Also, I do loose drawings with watercolor, just now, I was doing a few months ago a comic in watercolor, because I want to have some, to see how it comes out.
Do you use references to draw action poses, do you have a method to draw them?
No, I don’t use references, I don’t like to look at pictures, because when I copy one too much, it shows and it looks hard, ugly, I imagine the action poses, I did 8 years of boxing, and I think it helped me a lot.
I know how an arm moves, how to make a punch, it helps me to think about that, when drawing. Another thing that helps me a lot to come up with poses is collecting dolls.
Look, here I have a Flash in my hand, as I’m very anxious, I always have them in my hand, and I move them and put them in poses, sometimes, many come from there. I place the doll, like running and I say, wow, that’s a good pose, and it stays in my head.
What is your favorite thing to draw?
I think people beating each other up. I’m sure.
And what do you like to draw the least?
Well, you know it’s kind of crazy, because you don’t like to draw what’s difficult, lately, more and more, I feel like drawing what’s difficult for me.
For example, recently, I did an Inktober all erotic, because it was very difficult for me, then I said, I’m going to spend a whole month, drawing this non-stop, and I liked it, I like the feeling.
It happens to me, that I like drawing people hitting each other so much, and I draw them so much, that they come out just like that, then all of a sudden I say, no, I want to be thinking about the drawing, and thinking about how to make this look fabulous.
What’s the last comic you read that you can recommend?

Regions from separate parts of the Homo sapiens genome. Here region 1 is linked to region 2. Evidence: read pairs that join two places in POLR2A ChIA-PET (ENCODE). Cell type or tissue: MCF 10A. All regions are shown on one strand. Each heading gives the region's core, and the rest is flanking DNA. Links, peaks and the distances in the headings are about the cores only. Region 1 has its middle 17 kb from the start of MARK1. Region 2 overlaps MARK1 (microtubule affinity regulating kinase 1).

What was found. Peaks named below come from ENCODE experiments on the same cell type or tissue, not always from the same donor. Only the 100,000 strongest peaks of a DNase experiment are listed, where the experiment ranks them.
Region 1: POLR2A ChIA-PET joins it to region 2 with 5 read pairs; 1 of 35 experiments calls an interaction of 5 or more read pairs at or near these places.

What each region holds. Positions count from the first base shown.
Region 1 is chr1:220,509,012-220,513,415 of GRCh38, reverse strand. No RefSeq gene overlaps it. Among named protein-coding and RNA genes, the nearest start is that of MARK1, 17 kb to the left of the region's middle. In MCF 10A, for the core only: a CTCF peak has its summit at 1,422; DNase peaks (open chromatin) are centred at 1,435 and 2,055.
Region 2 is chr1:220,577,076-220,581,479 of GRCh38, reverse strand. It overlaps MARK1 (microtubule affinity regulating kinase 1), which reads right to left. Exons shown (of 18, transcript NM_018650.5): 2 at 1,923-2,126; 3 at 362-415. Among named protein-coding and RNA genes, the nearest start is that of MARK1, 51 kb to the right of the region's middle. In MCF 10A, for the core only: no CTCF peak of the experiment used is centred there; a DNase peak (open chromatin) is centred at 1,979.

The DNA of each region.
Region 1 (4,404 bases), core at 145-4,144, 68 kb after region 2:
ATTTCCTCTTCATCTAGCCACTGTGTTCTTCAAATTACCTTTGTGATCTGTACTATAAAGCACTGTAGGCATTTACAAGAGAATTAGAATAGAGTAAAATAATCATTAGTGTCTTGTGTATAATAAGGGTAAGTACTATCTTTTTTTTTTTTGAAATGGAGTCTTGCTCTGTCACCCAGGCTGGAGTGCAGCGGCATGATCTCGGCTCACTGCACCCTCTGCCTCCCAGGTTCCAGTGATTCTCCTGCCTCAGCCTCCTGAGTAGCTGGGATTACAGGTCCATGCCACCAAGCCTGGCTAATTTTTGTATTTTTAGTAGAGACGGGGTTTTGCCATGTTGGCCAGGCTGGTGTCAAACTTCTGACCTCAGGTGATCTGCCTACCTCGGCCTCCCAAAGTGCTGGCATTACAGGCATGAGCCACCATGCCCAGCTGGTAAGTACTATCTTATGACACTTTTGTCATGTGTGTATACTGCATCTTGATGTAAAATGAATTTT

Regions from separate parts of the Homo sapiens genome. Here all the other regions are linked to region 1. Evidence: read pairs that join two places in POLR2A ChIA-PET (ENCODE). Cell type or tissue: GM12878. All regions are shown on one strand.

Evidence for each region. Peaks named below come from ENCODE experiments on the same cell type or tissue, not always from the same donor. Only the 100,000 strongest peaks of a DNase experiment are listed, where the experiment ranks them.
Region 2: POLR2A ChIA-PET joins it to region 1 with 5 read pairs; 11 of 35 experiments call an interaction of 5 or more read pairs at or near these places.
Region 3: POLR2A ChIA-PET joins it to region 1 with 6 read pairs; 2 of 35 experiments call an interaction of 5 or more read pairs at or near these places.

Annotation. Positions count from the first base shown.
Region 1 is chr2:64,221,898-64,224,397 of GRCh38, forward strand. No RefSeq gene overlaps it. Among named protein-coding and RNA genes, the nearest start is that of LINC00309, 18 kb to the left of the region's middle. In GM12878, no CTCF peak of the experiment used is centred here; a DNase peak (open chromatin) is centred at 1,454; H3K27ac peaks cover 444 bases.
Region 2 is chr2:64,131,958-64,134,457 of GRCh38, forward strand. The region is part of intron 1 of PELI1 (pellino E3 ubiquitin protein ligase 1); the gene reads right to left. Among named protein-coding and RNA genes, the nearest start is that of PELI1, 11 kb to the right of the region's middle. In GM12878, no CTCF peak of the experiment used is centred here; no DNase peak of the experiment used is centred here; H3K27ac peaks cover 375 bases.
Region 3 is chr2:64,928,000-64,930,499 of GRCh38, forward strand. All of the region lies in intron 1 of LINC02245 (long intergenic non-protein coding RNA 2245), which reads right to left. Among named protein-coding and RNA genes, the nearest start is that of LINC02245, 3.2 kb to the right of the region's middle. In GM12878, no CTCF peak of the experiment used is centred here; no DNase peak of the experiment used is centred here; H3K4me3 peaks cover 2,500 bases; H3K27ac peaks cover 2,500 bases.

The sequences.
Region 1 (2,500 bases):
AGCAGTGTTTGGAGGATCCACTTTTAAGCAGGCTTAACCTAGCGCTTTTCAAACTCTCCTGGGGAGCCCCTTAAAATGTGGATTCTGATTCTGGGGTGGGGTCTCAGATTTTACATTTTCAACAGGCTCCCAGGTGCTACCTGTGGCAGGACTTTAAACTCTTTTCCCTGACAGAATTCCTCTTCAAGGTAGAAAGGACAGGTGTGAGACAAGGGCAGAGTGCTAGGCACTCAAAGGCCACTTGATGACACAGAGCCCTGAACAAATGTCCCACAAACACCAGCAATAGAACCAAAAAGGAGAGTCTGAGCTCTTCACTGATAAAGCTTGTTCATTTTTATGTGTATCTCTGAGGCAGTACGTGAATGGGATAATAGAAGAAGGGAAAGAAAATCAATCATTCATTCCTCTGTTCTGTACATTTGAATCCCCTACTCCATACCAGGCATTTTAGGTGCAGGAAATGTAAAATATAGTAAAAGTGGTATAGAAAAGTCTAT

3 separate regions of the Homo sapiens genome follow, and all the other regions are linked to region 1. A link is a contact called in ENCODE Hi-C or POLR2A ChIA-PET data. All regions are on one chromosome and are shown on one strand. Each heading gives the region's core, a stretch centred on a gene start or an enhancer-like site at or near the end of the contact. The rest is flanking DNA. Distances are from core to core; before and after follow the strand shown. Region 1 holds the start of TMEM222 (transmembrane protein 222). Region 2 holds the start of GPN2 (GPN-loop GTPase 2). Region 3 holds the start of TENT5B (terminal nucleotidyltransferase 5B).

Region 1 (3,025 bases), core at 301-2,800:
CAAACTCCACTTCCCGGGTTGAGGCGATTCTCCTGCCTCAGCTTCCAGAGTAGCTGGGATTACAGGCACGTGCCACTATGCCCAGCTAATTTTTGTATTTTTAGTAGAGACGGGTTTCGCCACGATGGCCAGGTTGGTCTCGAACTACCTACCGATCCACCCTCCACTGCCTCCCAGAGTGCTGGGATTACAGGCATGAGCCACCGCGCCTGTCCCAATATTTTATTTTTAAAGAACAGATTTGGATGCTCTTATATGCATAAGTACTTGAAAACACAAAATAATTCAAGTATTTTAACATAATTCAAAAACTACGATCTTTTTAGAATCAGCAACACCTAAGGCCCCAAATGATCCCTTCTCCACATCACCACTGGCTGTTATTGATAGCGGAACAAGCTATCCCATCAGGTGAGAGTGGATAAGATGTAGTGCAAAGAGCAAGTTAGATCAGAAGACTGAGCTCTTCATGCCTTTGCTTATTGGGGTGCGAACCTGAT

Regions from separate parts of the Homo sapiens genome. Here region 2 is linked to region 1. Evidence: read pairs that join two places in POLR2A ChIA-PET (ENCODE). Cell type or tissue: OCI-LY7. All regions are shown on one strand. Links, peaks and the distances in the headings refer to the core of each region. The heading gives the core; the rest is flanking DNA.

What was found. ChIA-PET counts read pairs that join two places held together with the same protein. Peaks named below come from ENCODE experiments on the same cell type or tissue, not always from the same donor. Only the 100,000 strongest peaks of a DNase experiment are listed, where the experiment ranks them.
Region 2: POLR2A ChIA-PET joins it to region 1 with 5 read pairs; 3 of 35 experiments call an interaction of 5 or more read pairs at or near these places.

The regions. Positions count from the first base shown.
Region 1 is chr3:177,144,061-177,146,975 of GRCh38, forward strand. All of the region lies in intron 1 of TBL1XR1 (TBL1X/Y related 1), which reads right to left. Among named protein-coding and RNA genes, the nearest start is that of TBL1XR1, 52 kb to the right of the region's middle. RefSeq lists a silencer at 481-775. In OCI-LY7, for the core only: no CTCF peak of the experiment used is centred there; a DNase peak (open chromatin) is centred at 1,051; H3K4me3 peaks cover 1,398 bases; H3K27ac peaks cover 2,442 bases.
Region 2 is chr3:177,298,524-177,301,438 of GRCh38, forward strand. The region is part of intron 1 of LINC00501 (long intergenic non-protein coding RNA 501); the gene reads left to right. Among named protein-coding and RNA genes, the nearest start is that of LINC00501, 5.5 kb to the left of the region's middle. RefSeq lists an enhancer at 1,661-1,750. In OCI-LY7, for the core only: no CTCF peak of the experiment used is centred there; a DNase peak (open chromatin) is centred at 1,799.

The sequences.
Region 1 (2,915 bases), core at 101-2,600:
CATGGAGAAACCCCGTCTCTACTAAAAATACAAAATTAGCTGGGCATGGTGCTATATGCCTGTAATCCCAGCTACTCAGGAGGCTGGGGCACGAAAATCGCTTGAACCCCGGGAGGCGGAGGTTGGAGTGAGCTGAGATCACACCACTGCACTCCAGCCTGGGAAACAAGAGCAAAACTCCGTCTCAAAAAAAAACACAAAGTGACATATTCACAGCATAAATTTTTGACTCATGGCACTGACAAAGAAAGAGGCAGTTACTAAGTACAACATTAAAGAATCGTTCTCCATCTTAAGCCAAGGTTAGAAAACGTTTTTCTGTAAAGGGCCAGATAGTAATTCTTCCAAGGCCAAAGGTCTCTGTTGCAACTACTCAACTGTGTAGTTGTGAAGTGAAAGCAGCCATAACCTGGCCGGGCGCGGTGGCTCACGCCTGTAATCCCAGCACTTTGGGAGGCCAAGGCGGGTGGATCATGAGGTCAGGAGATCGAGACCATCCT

The last one that hit me hard, it’s called On a Sunbeam, by Tillie Walden, a very young author, she’s like 24 years old, and she does these books, they’re like 1000 pages long.
She won an Eisner, she’s one of the youngest people to win it. It’s a great novel, it’s Star Wars but a romantic story within it, I mean, it’s Star Wars but at the same time it’s not.
There are people who travel in ships and everything, but suddenly, Tillie, that Star Wars type world is what interests her the least, she could be telling the story with characters who live on the beach, it’s the same, but here, they live on a distant planet.
Finally, what are your favorite comics of all time?
Lupus by Frederik Peeters, at this moment, I would also put Berserk by Kentaro Miura, and I can’t not put Head Lopper, by Andrew MacLean, which I absolutely love.
Here ends the interview, thanks for giving us all your knowledge, Captain Manu!
Manu revealed us the working tools he uses, his great artwork in watercolors, his favorite comics and what he likes to draw the most.
He also recommends the comics he likes the most and his method for drawing action poses.
From TFC, dear reader, we hope you have taken note of the secrets of this wonderful artist.
We invite you to investigate the networks of Capitan Manu (Ig @manucapt) and look for his books, to learn more about him.
We look forward to seeing you in the next interview!